In addition, the two companies that say they'll roll out fully autonomous big rigs this year are taking a measured approach, unlike some of the autonomous car companies. Elon Musk has repeatedly promised since 2016 that full autonomy for Teslas was just around the corner, only to repeatedly backtrack and lose credibility. Cruise, in what now looks like a show of hubris, decided to tackle San Francisco as its first market for robotaxis. The General Motors unit figured that showing it could handle the steep hills and winding, narrow streets would convince the world that the company's AVs could operate anywhere. Uber made the same sort of bet when it centered its AV operations in Pittsburgh, before ending the program in 2020. 

By contrast, Aurora Innovation and Kodiak Robotics have been testing their truck AI in Texas, where the freeways are in better shape than the roads in old cities and the weather is better. Aurora has been making about 100 deliveries a week for FedEx, Uber Freight and others. According to the Washington Post article, "By the end of this year, Aurora says it plans to have about 20 fully autonomous trucks working the 240-mile stretch between Dallas and Houston. Eventually, it plans to operate thousands of trucks all across America. Kodiak Robotics... similarly plans to launch a fleet of trucks by the end of the year in Texas." 

Since the early days of AVs, many pundits have said autonomous trucks could be the first big use of the technology, ahead of cars. The pundits have sometimes waffled as the technology has taken its twists and turns, and it's still not clear where the commercial breakout will first occur. While Cruise has lost its right to operate robotaxis in San Francisco for now, GM is still investing heavily in the business, so it will be back. Meanwhile, Waymo continues to operate fully autonomous vehicles in San Francisco, recently began service in Los Angeles and says it will open for business in Austin this year. Waymo also keeps expanding in Phoenix, its oldest area of service: The autonomous ride-hailing service now covers 225 square miles, and in January Waymo began taking passengers on highways for the first time. In other words, progress on self-driving cars has hardly stopped, even though the bad press about Cruise might suggest otherwise.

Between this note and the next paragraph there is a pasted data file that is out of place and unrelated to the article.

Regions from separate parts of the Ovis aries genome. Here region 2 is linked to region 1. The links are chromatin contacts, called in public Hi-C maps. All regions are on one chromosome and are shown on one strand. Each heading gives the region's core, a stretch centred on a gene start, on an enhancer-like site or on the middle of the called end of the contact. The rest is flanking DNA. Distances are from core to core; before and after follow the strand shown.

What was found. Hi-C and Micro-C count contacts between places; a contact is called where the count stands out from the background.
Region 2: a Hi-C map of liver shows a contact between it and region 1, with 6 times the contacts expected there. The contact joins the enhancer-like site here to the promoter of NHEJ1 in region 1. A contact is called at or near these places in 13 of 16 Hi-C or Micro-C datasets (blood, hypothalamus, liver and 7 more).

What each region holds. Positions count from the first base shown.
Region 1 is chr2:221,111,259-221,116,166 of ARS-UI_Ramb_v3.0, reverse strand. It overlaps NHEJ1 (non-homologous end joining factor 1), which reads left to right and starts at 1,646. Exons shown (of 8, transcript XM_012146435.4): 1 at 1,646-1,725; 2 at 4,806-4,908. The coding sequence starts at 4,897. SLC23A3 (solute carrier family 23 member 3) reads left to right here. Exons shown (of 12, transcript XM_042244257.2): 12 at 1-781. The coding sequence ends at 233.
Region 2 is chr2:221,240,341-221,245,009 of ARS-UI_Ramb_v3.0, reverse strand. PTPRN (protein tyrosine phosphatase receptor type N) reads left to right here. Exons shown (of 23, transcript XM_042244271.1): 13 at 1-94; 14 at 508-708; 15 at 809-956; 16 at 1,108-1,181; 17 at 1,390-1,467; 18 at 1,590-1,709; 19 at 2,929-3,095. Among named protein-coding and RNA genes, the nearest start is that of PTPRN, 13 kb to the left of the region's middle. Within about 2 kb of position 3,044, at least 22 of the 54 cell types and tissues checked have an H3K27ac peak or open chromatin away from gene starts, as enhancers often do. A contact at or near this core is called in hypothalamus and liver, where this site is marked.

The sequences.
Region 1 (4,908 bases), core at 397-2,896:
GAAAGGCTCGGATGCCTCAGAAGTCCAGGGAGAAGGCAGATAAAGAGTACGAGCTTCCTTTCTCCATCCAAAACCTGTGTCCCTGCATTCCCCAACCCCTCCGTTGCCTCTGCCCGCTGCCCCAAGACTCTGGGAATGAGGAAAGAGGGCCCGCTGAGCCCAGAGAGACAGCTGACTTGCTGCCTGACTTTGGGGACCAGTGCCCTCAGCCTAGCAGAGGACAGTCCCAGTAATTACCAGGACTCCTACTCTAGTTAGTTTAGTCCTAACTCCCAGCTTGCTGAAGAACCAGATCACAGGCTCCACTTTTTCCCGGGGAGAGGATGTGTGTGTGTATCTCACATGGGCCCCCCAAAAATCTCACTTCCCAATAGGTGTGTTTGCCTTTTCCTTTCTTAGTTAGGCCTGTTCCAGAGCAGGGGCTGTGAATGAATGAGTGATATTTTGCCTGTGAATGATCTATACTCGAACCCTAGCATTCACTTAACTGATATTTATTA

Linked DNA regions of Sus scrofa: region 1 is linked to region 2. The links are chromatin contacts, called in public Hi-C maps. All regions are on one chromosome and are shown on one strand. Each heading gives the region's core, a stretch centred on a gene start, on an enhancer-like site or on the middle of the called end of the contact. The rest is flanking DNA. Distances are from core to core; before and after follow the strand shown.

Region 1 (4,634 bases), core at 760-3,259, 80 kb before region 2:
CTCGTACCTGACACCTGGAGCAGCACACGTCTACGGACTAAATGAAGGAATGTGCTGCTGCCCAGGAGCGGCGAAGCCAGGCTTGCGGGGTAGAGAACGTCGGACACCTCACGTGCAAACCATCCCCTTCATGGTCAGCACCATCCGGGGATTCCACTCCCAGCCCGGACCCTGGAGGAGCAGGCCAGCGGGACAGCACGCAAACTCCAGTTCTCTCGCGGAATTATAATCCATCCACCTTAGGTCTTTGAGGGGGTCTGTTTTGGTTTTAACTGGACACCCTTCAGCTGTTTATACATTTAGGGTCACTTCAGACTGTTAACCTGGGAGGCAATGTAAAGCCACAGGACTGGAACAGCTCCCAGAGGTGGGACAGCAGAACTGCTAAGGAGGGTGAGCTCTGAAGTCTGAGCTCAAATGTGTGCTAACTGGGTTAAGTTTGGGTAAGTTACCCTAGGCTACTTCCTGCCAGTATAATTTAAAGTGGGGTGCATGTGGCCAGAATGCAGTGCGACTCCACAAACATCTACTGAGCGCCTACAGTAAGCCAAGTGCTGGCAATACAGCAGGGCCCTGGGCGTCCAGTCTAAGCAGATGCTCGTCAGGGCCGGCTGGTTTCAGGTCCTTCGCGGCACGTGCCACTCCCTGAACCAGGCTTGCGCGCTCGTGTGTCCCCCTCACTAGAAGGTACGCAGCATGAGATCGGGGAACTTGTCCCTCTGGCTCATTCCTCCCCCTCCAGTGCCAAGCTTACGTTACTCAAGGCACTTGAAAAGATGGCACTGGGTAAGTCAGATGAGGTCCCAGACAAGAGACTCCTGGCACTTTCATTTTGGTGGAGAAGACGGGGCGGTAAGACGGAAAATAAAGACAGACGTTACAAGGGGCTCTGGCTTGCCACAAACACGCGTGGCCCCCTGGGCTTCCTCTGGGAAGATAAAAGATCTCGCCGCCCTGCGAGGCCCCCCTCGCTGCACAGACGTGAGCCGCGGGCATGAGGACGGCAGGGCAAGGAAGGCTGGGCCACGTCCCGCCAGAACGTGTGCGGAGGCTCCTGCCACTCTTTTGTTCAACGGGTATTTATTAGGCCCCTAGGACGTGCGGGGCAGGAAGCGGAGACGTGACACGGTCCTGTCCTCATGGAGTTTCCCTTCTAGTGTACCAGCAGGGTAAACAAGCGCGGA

Whenever autonomous trucking kicks in, expect the implications to be profound. The Washington Post quotes Steve Viscelli, a sociologist at the University of Pennsylvania who studies the trucking industry, as saying autonomous trucking could 'change the geography of our economy in the way that railroads and shipping did.'”